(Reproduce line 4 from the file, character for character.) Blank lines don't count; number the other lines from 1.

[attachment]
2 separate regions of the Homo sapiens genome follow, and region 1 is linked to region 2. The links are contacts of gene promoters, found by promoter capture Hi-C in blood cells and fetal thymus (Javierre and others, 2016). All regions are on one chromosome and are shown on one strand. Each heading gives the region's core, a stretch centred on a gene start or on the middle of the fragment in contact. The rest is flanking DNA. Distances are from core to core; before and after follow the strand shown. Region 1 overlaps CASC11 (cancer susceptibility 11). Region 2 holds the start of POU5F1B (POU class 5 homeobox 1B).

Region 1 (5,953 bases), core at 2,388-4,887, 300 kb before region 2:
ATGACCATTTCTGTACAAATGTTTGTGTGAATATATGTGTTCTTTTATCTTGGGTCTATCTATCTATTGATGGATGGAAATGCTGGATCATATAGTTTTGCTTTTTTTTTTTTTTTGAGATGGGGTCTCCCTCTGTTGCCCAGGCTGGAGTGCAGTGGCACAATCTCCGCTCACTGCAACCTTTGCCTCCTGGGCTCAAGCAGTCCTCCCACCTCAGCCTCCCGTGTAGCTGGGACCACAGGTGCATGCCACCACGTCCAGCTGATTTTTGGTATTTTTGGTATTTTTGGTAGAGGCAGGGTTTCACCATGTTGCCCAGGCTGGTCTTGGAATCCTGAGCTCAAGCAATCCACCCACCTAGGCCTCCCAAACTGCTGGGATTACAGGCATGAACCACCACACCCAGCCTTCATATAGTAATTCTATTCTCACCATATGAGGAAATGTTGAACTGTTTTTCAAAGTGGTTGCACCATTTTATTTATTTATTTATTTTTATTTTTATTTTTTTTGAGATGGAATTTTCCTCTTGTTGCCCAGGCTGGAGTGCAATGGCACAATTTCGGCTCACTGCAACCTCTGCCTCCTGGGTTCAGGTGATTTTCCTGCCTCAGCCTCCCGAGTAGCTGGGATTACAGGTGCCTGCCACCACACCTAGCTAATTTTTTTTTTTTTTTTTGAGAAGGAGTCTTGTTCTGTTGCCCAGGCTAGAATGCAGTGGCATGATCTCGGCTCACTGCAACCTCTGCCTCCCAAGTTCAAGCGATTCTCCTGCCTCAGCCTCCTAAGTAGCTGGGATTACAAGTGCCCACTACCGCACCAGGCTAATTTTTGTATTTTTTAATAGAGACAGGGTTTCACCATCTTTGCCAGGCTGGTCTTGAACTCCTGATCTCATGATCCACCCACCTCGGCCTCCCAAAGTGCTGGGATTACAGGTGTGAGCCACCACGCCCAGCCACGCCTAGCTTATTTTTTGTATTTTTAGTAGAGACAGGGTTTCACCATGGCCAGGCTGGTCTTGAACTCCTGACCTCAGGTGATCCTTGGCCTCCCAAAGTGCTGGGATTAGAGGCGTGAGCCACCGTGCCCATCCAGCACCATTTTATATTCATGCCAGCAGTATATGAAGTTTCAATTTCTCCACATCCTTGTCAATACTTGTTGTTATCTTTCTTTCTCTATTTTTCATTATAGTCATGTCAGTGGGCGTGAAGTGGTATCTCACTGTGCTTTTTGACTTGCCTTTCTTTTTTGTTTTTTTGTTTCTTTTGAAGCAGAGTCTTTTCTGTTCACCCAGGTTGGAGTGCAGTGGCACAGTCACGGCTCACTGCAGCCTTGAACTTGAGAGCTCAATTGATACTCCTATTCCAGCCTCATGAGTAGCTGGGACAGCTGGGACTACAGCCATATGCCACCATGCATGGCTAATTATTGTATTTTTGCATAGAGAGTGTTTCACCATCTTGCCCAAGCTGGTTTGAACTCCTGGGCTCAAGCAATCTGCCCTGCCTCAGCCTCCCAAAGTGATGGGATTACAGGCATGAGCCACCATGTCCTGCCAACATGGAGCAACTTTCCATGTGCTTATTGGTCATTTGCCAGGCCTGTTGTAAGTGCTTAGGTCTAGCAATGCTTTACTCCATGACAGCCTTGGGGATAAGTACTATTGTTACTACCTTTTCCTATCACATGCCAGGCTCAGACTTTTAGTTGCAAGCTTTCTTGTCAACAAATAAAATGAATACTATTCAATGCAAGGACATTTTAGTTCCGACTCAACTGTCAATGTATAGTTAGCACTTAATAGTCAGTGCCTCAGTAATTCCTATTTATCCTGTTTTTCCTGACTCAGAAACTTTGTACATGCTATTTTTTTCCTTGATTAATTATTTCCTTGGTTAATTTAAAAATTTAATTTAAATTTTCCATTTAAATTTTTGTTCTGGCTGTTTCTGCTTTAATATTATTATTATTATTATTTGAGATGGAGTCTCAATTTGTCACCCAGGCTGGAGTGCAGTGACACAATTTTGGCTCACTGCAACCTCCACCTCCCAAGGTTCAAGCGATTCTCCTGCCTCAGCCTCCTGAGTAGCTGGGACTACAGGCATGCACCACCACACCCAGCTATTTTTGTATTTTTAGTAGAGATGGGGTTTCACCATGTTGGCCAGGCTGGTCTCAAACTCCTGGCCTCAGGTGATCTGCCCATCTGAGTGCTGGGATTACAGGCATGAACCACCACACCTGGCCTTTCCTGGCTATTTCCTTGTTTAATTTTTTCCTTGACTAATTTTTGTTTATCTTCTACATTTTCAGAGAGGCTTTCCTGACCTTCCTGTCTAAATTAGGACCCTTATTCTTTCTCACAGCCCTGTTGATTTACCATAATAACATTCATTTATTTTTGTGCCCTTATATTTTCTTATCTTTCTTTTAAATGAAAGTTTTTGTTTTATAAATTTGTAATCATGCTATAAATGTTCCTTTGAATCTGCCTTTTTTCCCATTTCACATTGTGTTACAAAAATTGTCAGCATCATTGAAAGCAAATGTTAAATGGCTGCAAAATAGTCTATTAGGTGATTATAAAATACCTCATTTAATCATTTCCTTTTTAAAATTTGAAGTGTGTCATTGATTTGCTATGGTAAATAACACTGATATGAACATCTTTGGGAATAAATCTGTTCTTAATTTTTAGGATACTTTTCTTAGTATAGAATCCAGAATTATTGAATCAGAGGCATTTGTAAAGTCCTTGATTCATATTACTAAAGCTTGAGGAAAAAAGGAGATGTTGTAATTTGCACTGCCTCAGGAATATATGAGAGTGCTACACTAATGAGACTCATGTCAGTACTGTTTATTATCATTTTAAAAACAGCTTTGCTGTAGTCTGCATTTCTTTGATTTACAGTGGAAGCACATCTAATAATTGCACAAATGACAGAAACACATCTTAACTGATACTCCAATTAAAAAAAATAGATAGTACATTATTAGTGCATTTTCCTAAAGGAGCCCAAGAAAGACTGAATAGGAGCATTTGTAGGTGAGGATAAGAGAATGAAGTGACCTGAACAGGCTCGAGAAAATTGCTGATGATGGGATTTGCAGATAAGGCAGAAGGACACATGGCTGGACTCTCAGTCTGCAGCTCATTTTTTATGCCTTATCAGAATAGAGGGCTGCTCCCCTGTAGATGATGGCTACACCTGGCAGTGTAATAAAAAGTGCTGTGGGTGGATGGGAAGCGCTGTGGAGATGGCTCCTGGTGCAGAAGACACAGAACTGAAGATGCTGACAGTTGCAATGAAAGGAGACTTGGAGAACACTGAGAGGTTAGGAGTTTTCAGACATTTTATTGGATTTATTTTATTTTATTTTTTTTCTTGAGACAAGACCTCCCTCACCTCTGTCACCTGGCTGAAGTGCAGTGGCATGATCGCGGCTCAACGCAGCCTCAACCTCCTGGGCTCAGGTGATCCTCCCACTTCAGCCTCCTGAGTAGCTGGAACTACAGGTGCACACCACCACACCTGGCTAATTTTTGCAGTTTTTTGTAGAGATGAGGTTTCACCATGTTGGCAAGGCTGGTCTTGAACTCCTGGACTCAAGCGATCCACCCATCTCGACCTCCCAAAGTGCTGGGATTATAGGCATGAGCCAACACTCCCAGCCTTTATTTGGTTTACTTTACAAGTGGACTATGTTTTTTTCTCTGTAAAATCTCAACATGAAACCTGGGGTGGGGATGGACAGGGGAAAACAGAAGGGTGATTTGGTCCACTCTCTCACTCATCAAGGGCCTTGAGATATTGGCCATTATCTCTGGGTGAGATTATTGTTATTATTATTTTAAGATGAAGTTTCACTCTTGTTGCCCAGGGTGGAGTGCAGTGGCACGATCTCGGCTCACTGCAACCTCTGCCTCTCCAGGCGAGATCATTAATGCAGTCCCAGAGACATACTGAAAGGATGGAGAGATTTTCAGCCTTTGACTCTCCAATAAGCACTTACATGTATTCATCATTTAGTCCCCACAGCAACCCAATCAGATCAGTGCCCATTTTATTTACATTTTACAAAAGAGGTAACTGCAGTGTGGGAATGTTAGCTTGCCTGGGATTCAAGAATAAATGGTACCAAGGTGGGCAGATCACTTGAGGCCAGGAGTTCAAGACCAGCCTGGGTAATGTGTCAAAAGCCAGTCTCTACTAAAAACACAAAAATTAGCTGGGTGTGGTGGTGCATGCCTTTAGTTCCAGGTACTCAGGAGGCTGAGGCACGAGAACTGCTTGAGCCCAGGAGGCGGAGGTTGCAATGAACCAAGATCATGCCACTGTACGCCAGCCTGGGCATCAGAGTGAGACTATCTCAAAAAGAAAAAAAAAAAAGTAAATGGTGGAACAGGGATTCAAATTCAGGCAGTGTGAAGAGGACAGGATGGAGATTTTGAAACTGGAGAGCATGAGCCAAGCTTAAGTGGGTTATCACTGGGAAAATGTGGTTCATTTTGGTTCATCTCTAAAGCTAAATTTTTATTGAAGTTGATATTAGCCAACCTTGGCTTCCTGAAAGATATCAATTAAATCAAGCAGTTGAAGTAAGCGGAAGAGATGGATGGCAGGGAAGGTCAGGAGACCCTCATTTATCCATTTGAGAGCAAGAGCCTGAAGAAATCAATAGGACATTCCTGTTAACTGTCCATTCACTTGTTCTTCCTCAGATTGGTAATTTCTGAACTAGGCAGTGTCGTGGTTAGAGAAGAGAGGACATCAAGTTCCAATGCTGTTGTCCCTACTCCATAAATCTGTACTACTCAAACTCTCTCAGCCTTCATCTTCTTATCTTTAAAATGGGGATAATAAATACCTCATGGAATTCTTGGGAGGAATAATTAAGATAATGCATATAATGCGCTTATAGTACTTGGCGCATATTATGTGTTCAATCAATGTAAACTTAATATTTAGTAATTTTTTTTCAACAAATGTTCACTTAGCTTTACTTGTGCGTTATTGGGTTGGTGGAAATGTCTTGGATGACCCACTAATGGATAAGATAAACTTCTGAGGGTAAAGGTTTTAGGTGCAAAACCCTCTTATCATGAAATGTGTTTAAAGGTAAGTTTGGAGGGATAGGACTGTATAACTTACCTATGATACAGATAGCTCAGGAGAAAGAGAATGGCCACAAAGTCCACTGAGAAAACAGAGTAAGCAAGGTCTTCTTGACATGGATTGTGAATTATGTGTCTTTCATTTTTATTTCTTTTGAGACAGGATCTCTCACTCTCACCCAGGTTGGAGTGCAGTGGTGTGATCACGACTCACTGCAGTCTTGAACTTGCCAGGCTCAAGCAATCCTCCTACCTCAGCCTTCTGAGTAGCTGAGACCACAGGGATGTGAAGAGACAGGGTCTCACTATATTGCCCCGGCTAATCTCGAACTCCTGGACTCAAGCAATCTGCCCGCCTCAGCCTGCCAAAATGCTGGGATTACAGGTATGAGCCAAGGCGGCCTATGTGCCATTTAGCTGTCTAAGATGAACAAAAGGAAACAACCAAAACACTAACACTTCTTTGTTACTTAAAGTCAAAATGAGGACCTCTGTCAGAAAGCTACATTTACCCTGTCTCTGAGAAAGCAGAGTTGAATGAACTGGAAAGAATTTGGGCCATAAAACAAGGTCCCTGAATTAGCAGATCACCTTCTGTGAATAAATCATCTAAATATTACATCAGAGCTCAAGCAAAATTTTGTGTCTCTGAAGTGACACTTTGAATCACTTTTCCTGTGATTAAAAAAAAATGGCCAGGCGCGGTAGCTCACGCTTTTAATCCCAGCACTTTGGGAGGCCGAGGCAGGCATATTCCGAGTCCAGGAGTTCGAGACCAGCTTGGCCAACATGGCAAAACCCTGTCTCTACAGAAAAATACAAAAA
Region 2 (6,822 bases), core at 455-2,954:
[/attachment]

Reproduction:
Region 2 (6,822 bases), core at 455-2,954: